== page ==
Movie Review: The Perks of Being A Wallflower (2012)

Posted: October 16, 2013 in Drama
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Charlie (Logan Lerman) is a shy, bookish, high-school freshman.  He is so shy that he doesn’t say a word in his first day of English class.  Charlie is so shy that his English teacher, Mr. Anderson, (Paul Rudd) befriends him.  Charlie finds another friend in high school senior, Patrick (Ezra Miller) in shop class.  Patrick introduces Charlie to his half-sister, Sam, (Emma Watson) at a football game.  Charlie immediately falls in love with Sam, even though Sam is in love with Craig (Reece Thompson) who is in college.  At a party, Charlie eats funny brownies and makes more friends.  Mary Elizabeth (Mae Whitman) is a bossy girl, who wants Charlie to go to a Sadie Hawkins day dance with her.  Charlie and Mary Elizabeth go out for two weeks, but then Charlie kisses Sam during a game of truth or dare, and that one act puts their group of friends in danger.  But then Charlie gets into a fight with Brad (Johnny Simmons) and his bully friends, they are bullying Patrick. During the fight Charlie blacks out.  When he wakes up, the bullies are knocked out, and Charlie is still standing.  Why is a football player and his goons bullying Patrick? Why is Charlie blacking out?

One word for this movie is overwrought.  A lot of the experiences in this movie don’t exactly ring true to the high school experience I remember.  First Charlie is so shy, he can barely talk, but soon he has a bunch of high school senior friends, albeit outcast friends.  Seniors never hang out with freshman, that just doesn’t happen, seniors don’t have intense feelings for freshmen, no matter how many funny brownies they eat.  Everything in this movie is so intense and condensed that 4 years’ worth of angst packed into one year.  But then all of a sudden, the movie redeems itself with a reveal, I won’t say what it is, but it ties the movie together nicely.  The romance between Charlie and Sam is still unrealistic, but the story makes more sense and it’s grounded in something besides the everyday high school angst.  There’s a lot of drug use portrayed in this film, not the usual pot smoking, but there’s a scene where Charlie takes LSD, and so I don’t think tweens should watch it even though the movie is rated PG 13 older teens can watch it, and talk about it with your parents or an older sibling, because there are a lot of issues in this movie, and you will want to discuss these issues with someone older, if you are a teen.  I don’t necessarily agree with their point of view on peer pressure and drugs, but I will leave that to you, gentle reader of this blog.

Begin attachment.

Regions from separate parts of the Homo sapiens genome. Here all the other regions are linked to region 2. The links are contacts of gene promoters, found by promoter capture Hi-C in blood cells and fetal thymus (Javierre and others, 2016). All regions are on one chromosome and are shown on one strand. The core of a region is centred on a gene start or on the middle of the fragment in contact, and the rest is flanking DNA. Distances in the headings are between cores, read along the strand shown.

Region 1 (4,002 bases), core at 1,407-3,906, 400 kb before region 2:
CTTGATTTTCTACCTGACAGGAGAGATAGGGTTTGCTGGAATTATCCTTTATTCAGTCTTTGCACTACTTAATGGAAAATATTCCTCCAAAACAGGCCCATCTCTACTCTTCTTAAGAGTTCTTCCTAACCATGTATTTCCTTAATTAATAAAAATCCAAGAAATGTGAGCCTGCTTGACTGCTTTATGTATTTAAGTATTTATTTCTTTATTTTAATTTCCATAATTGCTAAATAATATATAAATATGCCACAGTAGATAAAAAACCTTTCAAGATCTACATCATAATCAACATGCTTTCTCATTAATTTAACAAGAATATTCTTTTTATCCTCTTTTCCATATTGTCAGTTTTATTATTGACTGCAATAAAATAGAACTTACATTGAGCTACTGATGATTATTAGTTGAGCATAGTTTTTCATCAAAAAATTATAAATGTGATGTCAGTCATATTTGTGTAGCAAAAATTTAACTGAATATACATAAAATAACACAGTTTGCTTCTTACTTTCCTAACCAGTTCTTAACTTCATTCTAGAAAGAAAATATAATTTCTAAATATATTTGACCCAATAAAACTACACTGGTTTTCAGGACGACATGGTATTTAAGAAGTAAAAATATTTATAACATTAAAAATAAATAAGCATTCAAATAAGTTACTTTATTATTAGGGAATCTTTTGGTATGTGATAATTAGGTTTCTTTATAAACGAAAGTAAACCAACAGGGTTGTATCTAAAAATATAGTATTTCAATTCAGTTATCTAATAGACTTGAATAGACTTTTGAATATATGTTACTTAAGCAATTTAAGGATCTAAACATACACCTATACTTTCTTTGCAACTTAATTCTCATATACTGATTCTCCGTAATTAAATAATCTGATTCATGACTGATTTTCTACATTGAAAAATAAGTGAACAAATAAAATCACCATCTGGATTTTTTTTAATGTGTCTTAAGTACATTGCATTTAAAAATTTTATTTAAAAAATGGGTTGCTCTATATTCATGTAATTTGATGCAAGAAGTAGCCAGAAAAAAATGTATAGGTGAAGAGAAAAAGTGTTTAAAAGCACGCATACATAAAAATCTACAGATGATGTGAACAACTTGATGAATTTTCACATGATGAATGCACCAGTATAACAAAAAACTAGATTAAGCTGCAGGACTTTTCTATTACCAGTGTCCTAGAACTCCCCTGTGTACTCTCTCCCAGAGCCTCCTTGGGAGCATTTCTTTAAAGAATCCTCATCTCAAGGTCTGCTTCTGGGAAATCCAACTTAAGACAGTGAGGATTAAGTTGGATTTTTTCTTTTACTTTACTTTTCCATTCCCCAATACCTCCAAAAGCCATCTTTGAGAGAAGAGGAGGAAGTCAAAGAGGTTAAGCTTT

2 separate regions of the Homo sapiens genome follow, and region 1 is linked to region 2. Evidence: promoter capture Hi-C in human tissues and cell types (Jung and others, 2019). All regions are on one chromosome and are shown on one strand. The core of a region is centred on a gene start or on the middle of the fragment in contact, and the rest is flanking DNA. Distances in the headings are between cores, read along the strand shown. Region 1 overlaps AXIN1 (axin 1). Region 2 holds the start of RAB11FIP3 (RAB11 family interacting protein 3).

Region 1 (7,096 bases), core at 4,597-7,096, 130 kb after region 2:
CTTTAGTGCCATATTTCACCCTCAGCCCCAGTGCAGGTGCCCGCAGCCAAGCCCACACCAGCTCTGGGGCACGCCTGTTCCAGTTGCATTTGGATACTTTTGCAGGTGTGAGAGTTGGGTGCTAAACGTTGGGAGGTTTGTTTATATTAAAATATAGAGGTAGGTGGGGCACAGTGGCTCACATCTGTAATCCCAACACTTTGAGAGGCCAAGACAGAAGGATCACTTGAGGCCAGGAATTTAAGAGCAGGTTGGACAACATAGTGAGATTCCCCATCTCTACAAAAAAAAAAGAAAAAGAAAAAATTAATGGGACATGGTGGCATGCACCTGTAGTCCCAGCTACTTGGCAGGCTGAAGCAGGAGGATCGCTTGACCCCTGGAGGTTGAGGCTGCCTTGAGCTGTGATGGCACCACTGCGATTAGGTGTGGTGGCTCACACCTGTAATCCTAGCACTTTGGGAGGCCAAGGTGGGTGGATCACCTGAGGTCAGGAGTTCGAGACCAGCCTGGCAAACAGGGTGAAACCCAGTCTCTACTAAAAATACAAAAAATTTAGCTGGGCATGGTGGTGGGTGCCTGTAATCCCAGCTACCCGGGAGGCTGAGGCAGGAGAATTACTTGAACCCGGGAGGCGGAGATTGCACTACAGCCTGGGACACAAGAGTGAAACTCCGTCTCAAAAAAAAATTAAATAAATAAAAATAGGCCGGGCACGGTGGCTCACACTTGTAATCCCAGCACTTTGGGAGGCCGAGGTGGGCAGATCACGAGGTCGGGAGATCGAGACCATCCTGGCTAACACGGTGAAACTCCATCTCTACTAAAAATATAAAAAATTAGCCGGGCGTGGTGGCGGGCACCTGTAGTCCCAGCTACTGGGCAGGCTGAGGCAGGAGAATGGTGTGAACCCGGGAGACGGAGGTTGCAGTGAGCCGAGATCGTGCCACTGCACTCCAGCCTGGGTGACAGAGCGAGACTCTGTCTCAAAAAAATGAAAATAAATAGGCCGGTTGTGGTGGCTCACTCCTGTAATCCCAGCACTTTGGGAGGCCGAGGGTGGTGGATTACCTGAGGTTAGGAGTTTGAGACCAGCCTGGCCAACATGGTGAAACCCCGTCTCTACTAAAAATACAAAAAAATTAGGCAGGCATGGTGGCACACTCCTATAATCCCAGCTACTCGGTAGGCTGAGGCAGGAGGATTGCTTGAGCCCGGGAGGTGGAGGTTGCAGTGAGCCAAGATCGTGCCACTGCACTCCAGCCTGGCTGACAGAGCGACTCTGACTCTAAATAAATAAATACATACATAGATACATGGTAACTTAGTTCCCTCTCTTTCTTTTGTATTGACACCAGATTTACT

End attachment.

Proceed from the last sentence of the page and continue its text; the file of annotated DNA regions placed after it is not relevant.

The acting is quite good.  Emma Watson struggles a bit with her American accent, but it holds up well and she gives a good, heartfelt performance.  The real stars are the supporting cast.  Logan Lerman plays Charlie with a sincerity and earnestness that is rare in these coming of age films.  Ezra Miller is wonderful as Patrick, playing the serious and comedic scenes with equal aplomb.  Mae Whitman is also very good as Mary Elizabeth, she handles the complexity of her role well. And it’s nice to see Paul Rudd in a serious, contemplative, role, he acquits himself quite nicely.  It’s a refreshing change from his comedic roles. The actors that play the teens look a lot older than teens, but that’s a minor detail.

It’s a long movie, an hour and 45 minutes, but it’s paced well, and there’s a good story to be told, so watch it.

The Perks of Being A Wallflower:  Plant yourself in a chair and watch it.

  1. Mira says:

    The book is good. I’m reading it now. Had no idea they made it into a movie. The cast is fabulous for the movie. I’m curious to see it for myself. Thanks for the heads-up. Didn’t read all the spoilers 😉

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